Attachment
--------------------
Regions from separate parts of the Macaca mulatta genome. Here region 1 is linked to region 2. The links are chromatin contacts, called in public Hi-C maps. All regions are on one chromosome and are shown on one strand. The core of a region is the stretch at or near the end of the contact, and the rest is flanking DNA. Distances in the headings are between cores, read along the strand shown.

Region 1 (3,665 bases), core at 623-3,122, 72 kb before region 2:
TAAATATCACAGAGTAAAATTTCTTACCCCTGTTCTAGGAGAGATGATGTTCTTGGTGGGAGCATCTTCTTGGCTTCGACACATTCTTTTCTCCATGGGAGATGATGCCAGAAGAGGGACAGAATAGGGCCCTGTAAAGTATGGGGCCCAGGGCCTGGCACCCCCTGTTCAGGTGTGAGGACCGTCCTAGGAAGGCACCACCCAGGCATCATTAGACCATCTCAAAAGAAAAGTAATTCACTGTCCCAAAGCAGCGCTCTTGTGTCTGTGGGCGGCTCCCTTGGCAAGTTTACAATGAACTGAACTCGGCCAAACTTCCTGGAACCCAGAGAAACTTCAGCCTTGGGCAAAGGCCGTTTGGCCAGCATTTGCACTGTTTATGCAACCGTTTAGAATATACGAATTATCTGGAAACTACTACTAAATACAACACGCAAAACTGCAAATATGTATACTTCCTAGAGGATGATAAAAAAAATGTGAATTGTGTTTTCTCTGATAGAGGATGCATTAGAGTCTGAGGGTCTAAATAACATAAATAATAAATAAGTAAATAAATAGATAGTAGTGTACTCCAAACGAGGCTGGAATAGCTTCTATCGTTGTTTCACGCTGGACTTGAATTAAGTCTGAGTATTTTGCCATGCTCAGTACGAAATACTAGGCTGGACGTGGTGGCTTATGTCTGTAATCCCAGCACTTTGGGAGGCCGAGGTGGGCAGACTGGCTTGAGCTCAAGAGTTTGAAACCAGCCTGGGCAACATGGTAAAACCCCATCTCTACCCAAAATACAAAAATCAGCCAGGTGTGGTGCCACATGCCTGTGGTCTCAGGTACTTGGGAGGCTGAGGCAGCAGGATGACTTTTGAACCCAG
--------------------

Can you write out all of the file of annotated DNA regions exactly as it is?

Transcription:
Regions from separate parts of the Macaca mulatta genome. Here region 1 is linked to region 2. The links are chromatin contacts, called in public Hi-C maps. All regions are on one chromosome and are shown on one strand. The core of a region is the stretch at or near the end of the contact, and the rest is flanking DNA. Distances in the headings are between cores, read along the strand shown.

Region 1 (3,665 bases), core at 623-3,122, 72 kb before region 2:
TAAATATCACAGAGTAAAATTTCTTACCCCTGTTCTAGGAGAGATGATGTTCTTGGTGGGAGCATCTTCTTGGCTTCGACACATTCTTTTCTCCATGGGAGATGATGCCAGAAGAGGGACAGAATAGGGCCCTGTAAAGTATGGGGCCCAGGGCCTGGCACCCCCTGTTCAGGTGTGAGGACCGTCCTAGGAAGGCACCACCCAGGCATCATTAGACCATCTCAAAAGAAAAGTAATTCACTGTCCCAAAGCAGCGCTCTTGTGTCTGTGGGCGGCTCCCTTGGCAAGTTTACAATGAACTGAACTCGGCCAAACTTCCTGGAACCCAGAGAAACTTCAGCCTTGGGCAAAGGCCGTTTGGCCAGCATTTGCACTGTTTATGCAACCGTTTAGAATATACGAATTATCTGGAAACTACTACTAAATACAACACGCAAAACTGCAAATATGTATACTTCCTAGAGGATGATAAAAAAAATGTGAATTGTGTTTTCTCTGATAGAGGATGCATTAGAGTCTGAGGGTCTAAATAACATAAATAATAAATAAGTAAATAAATAGATAGTAGTGTACTCCAAACGAGGCTGGAATAGCTTCTATCGTTGTTTCACGCTGGACTTGAATTAAGTCTGAGTATTTTGCCATGCTCAGTACGAAATACTAGGCTGGACGTGGTGGCTTATGTCTGTAATCCCAGCACTTTGGGAGGCCGAGGTGGGCAGACTGGCTTGAGCTCAAGAGTTTGAAACCAGCCTGGGCAACATGGTAAAACCCCATCTCTACCCAAAATACAAAAATCAGCCAGGTGTGGTGCCACATGCCTGTGGTCTCAGGTACTTGGGAGGCTGAGGCAGCAGGATGACTTTTGAACCCAG